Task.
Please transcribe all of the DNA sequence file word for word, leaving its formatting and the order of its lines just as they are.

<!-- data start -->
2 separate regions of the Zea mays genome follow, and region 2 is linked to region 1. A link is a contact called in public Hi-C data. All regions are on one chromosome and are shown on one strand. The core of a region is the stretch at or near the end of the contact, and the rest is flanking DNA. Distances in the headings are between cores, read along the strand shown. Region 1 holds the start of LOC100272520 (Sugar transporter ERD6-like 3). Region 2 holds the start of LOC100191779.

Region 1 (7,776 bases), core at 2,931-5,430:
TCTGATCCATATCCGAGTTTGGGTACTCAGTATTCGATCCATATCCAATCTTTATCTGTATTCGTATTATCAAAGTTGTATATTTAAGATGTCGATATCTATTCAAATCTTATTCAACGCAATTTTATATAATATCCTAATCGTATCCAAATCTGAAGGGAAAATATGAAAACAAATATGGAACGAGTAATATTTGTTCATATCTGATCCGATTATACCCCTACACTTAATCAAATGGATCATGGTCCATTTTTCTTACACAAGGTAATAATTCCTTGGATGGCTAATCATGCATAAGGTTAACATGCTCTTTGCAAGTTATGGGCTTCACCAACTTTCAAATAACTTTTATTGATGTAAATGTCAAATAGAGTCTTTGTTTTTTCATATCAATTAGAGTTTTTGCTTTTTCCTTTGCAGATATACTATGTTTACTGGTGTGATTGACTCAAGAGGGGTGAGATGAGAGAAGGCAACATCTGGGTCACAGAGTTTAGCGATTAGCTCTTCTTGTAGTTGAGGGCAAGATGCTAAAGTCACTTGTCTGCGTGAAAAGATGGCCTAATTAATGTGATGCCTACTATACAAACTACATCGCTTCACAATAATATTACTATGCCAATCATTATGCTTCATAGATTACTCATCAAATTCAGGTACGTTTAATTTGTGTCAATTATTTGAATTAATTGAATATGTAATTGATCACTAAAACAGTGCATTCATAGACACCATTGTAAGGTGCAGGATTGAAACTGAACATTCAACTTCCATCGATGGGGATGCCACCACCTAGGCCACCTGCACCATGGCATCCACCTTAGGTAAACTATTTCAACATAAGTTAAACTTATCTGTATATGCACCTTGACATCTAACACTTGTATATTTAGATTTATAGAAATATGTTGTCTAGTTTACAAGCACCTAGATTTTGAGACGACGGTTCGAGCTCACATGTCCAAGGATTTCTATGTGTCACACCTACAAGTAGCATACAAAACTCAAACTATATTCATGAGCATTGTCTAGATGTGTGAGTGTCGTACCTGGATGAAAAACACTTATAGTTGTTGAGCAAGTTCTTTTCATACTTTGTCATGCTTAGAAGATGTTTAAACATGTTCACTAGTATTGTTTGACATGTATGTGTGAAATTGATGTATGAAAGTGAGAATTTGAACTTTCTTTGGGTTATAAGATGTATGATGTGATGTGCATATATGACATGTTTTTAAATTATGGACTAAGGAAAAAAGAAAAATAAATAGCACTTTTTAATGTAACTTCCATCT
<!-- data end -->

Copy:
2 separate regions of the Zea mays genome follow, and region 2 is linked to region 1. A link is a contact called in public Hi-C data. All regions are on one chromosome and are shown on one strand. The core of a region is the stretch at or near the end of the contact, and the rest is flanking DNA. Distances in the headings are between cores, read along the strand shown. Region 1 holds the start of LOC100272520 (Sugar transporter ERD6-like 3). Region 2 holds the start of LOC100191779.

Region 1 (7,776 bases), core at 2,931-5,430:
TCTGATCCATATCCGAGTTTGGGTACTCAGTATTCGATCCATATCCAATCTTTATCTGTATTCGTATTATCAAAGTTGTATATTTAAGATGTCGATATCTATTCAAATCTTATTCAACGCAATTTTATATAATATCCTAATCGTATCCAAATCTGAAGGGAAAATATGAAAACAAATATGGAACGAGTAATATTTGTTCATATCTGATCCGATTATACCCCTACACTTAATCAAATGGATCATGGTCCATTTTTCTTACACAAGGTAATAATTCCTTGGATGGCTAATCATGCATAAGGTTAACATGCTCTTTGCAAGTTATGGGCTTCACCAACTTTCAAATAACTTTTATTGATGTAAATGTCAAATAGAGTCTTTGTTTTTTCATATCAATTAGAGTTTTTGCTTTTTCCTTTGCAGATATACTATGTTTACTGGTGTGATTGACTCAAGAGGGGTGAGATGAGAGAAGGCAACATCTGGGTCACAGAGTTTAGCGATTAGCTCTTCTTGTAGTTGAGGGCAAGATGCTAAAGTCACTTGTCTGCGTGAAAAGATGGCCTAATTAATGTGATGCCTACTATACAAACTACATCGCTTCACAATAATATTACTATGCCAATCATTATGCTTCATAGATTACTCATCAAATTCAGGTACGTTTAATTTGTGTCAATTATTTGAATTAATTGAATATGTAATTGATCACTAAAACAGTGCATTCATAGACACCATTGTAAGGTGCAGGATTGAAACTGAACATTCAACTTCCATCGATGGGGATGCCACCACCTAGGCCACCTGCACCATGGCATCCACCTTAGGTAAACTATTTCAACATAAGTTAAACTTATCTGTATATGCACCTTGACATCTAACACTTGTATATTTAGATTTATAGAAATATGTTGTCTAGTTTACAAGCACCTAGATTTTGAGACGACGGTTCGAGCTCACATGTCCAAGGATTTCTATGTGTCACACCTACAAGTAGCATACAAAACTCAAACTATATTCATGAGCATTGTCTAGATGTGTGAGTGTCGTACCTGGATGAAAAACACTTATAGTTGTTGAGCAAGTTCTTTTCATACTTTGTCATGCTTAGAAGATGTTTAAACATGTTCACTAGTATTGTTTGACATGTATGTGTGAAATTGATGTATGAAAGTGAGAATTTGAACTTTCTTTGGGTTATAAGATGTATGATGTGATGTGCATATATGACATGTTTTTAAATTATGGACTAAGGAAAAAAGAAAAATAAATAGCACTTTTTAATGTAACTTCCATCT